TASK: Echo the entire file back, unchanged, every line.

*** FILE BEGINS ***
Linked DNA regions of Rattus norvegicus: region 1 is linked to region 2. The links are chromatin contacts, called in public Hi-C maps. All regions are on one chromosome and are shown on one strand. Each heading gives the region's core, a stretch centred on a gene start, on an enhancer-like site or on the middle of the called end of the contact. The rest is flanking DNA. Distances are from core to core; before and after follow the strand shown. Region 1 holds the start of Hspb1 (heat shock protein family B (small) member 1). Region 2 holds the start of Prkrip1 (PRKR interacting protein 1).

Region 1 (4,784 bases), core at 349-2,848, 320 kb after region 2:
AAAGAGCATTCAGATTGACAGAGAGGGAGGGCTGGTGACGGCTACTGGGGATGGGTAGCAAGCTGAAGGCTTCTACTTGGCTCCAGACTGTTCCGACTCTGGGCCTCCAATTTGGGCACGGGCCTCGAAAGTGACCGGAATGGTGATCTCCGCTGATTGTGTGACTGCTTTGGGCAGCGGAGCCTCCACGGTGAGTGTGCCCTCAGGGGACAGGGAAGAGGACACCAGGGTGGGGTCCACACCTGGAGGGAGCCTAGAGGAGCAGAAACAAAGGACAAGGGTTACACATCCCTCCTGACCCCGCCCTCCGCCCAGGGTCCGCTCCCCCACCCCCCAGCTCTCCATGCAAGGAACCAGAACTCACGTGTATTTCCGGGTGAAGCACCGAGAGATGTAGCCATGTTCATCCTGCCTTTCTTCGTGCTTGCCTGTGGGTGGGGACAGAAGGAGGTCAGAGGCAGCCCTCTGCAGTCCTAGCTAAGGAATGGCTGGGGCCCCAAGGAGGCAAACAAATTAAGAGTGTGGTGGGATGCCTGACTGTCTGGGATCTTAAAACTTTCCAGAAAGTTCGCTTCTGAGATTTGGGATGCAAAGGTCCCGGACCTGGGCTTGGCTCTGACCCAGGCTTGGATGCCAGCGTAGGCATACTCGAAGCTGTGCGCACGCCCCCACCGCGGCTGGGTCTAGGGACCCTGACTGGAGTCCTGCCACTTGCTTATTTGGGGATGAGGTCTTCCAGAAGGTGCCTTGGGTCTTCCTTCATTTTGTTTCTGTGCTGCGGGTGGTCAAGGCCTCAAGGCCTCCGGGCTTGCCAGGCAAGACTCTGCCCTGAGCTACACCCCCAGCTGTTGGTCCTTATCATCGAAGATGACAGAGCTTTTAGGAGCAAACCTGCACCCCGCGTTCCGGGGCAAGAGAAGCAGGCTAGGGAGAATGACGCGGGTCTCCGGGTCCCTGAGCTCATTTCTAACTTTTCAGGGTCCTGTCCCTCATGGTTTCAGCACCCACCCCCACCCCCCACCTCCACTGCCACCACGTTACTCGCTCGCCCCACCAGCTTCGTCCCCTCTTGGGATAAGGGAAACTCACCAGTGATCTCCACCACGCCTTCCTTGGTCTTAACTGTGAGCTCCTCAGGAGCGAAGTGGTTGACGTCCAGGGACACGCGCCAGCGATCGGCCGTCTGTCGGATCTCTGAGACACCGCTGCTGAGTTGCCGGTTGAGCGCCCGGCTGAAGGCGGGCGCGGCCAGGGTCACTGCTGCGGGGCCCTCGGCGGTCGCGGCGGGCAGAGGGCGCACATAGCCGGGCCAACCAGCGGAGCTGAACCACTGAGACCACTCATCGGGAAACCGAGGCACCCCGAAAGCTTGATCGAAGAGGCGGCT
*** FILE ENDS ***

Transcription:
Linked DNA regions of Rattus norvegicus: region 1 is linked to region 2. The links are chromatin contacts, called in public Hi-C maps. All regions are on one chromosome and are shown on one strand. Each heading gives the region's core, a stretch centred on a gene start, on an enhancer-like site or on the middle of the called end of the contact. The rest is flanking DNA. Distances are from core to core; before and after follow the strand shown. Region 1 holds the start of Hspb1 (heat shock protein family B (small) member 1). Region 2 holds the start of Prkrip1 (PRKR interacting protein 1).

Region 1 (4,784 bases), core at 349-2,848, 320 kb after region 2:
AAAGAGCATTCAGATTGACAGAGAGGGAGGGCTGGTGACGGCTACTGGGGATGGGTAGCAAGCTGAAGGCTTCTACTTGGCTCCAGACTGTTCCGACTCTGGGCCTCCAATTTGGGCACGGGCCTCGAAAGTGACCGGAATGGTGATCTCCGCTGATTGTGTGACTGCTTTGGGCAGCGGAGCCTCCACGGTGAGTGTGCCCTCAGGGGACAGGGAAGAGGACACCAGGGTGGGGTCCACACCTGGAGGGAGCCTAGAGGAGCAGAAACAAAGGACAAGGGTTACACATCCCTCCTGACCCCGCCCTCCGCCCAGGGTCCGCTCCCCCACCCCCCAGCTCTCCATGCAAGGAACCAGAACTCACGTGTATTTCCGGGTGAAGCACCGAGAGATGTAGCCATGTTCATCCTGCCTTTCTTCGTGCTTGCCTGTGGGTGGGGACAGAAGGAGGTCAGAGGCAGCCCTCTGCAGTCCTAGCTAAGGAATGGCTGGGGCCCCAAGGAGGCAAACAAATTAAGAGTGTGGTGGGATGCCTGACTGTCTGGGATCTTAAAACTTTCCAGAAAGTTCGCTTCTGAGATTTGGGATGCAAAGGTCCCGGACCTGGGCTTGGCTCTGACCCAGGCTTGGATGCCAGCGTAGGCATACTCGAAGCTGTGCGCACGCCCCCACCGCGGCTGGGTCTAGGGACCCTGACTGGAGTCCTGCCACTTGCTTATTTGGGGATGAGGTCTTCCAGAAGGTGCCTTGGGTCTTCCTTCATTTTGTTTCTGTGCTGCGGGTGGTCAAGGCCTCAAGGCCTCCGGGCTTGCCAGGCAAGACTCTGCCCTGAGCTACACCCCCAGCTGTTGGTCCTTATCATCGAAGATGACAGAGCTTTTAGGAGCAAACCTGCACCCCGCGTTCCGGGGCAAGAGAAGCAGGCTAGGGAGAATGACGCGGGTCTCCGGGTCCCTGAGCTCATTTCTAACTTTTCAGGGTCCTGTCCCTCATGGTTTCAGCACCCACCCCCACCCCCCACCTCCACTGCCACCACGTTACTCGCTCGCCCCACCAGCTTCGTCCCCTCTTGGGATAAGGGAAACTCACCAGTGATCTCCACCACGCCTTCCTTGGTCTTAACTGTGAGCTCCTCAGGAGCGAAGTGGTTGACGTCCAGGGACACGCGCCAGCGATCGGCCGTCTGTCGGATCTCTGAGACACCGCTGCTGAGTTGCCGGTTGAGCGCCCGGCTGAAGGCGGGCGCGGCCAGGGTCACTGCTGCGGGGCCCTCGGCGGTCGCGGCGGGCAGAGGGCGCACATAGCCGGGCCAACCAGCGGAGCTGAACCACTGAGACCACTCATCGGGAAACCGAGGCACCCCGAAAGCTTGATCGAAGAGGCGGCT